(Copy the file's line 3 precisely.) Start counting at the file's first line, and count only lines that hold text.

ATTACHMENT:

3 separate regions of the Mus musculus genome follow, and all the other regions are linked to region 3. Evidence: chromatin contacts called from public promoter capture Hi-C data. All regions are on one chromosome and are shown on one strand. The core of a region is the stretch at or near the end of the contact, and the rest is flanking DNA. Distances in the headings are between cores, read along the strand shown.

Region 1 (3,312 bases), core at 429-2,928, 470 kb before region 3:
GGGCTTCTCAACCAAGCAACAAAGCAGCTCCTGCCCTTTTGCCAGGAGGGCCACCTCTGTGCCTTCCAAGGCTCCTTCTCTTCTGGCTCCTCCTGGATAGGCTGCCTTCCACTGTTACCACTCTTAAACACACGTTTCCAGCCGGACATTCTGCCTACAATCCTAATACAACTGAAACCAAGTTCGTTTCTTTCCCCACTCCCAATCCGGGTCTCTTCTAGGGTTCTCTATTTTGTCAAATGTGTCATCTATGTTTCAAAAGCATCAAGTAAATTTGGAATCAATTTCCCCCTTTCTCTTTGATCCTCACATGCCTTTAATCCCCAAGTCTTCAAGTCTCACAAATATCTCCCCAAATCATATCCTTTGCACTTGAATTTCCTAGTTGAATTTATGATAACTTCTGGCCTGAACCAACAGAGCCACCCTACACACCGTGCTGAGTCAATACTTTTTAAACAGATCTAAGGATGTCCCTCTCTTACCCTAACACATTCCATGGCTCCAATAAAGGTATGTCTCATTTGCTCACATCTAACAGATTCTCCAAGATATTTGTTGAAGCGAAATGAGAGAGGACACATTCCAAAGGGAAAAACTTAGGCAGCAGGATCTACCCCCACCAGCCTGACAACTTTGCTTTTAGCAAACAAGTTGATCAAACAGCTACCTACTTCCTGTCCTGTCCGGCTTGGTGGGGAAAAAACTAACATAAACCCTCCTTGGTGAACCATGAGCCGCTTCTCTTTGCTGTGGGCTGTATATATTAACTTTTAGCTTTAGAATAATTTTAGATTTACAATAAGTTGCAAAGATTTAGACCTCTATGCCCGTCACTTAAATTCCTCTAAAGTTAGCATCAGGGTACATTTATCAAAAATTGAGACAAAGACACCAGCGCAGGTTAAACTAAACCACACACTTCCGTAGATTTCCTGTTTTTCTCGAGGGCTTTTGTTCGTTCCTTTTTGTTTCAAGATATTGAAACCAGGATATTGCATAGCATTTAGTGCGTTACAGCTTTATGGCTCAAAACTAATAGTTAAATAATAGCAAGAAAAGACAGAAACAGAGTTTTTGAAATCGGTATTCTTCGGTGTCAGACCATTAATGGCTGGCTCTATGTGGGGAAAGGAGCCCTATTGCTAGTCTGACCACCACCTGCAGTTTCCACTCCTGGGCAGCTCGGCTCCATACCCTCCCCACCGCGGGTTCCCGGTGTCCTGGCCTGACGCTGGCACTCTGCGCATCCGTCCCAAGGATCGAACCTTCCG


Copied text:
GGGCTTCTCAACCAAGCAACAAAGCAGCTCCTGCCCTTTTGCCAGGAGGGCCACCTCTGTGCCTTCCAAGGCTCCTTCTCTTCTGGCTCCTCCTGGATAGGCTGCCTTCCACTGTTACCACTCTTAAACACACGTTTCCAGCCGGACATTCTGCCTACAATCCTAATACAACTGAAACCAAGTTCGTTTCTTTCCCCACTCCCAATCCGGGTCTCTTCTAGGGTTCTCTATTTTGTCAAATGTGTCATCTATGTTTCAAAAGCATCAAGTAAATTTGGAATCAATTTCCCCCTTTCTCTTTGATCCTCACATGCCTTTAATCCCCAAGTCTTCAAGTCTCACAAATATCTCCCCAAATCATATCCTTTGCACTTGAATTTCCTAGTTGAATTTATGATAACTTCTGGCCTGAACCAACAGAGCCACCCTACACACCGTGCTGAGTCAATACTTTTTAAACAGATCTAAGGATGTCCCTCTCTTACCCTAACACATTCCATGGCTCCAATAAAGGTATGTCTCATTTGCTCACATCTAACAGATTCTCCAAGATATTTGTTGAAGCGAAATGAGAGAGGACACATTCCAAAGGGAAAAACTTAGGCAGCAGGATCTACCCCCACCAGCCTGACAACTTTGCTTTTAGCAAACAAGTTGATCAAACAGCTACCTACTTCCTGTCCTGTCCGGCTTGGTGGGGAAAAAACTAACATAAACCCTCCTTGGTGAACCATGAGCCGCTTCTCTTTGCTGTGGGCTGTATATATTAACTTTTAGCTTTAGAATAATTTTAGATTTACAATAAGTTGCAAAGATTTAGACCTCTATGCCCGTCACTTAAATTCCTCTAAAGTTAGCATCAGGGTACATTTATCAAAAATTGAGACAAAGACACCAGCGCAGGTTAAACTAAACCACACACTTCCGTAGATTTCCTGTTTTTCTCGAGGGCTTTTGTTCGTTCCTTTTTGTTTCAAGATATTGAAACCAGGATATTGCATAGCATTTAGTGCGTTACAGCTTTATGGCTCAAAACTAATAGTTAAATAATAGCAAGAAAAGACAGAAACAGAGTTTTTGAAATCGGTATTCTTCGGTGTCAGACCATTAATGGCTGGCTCTATGTGGGGAAAGGAGCCCTATTGCTAGTCTGACCACCACCTGCAGTTTCCACTCCTGGGCAGCTCGGCTCCATACCCTCCCCACCGCGGGTTCCCGGTGTCCTGGCCTGACGCTGGCACTCTGCGCATCCGTCCCAAGGATCGAACCTTCCG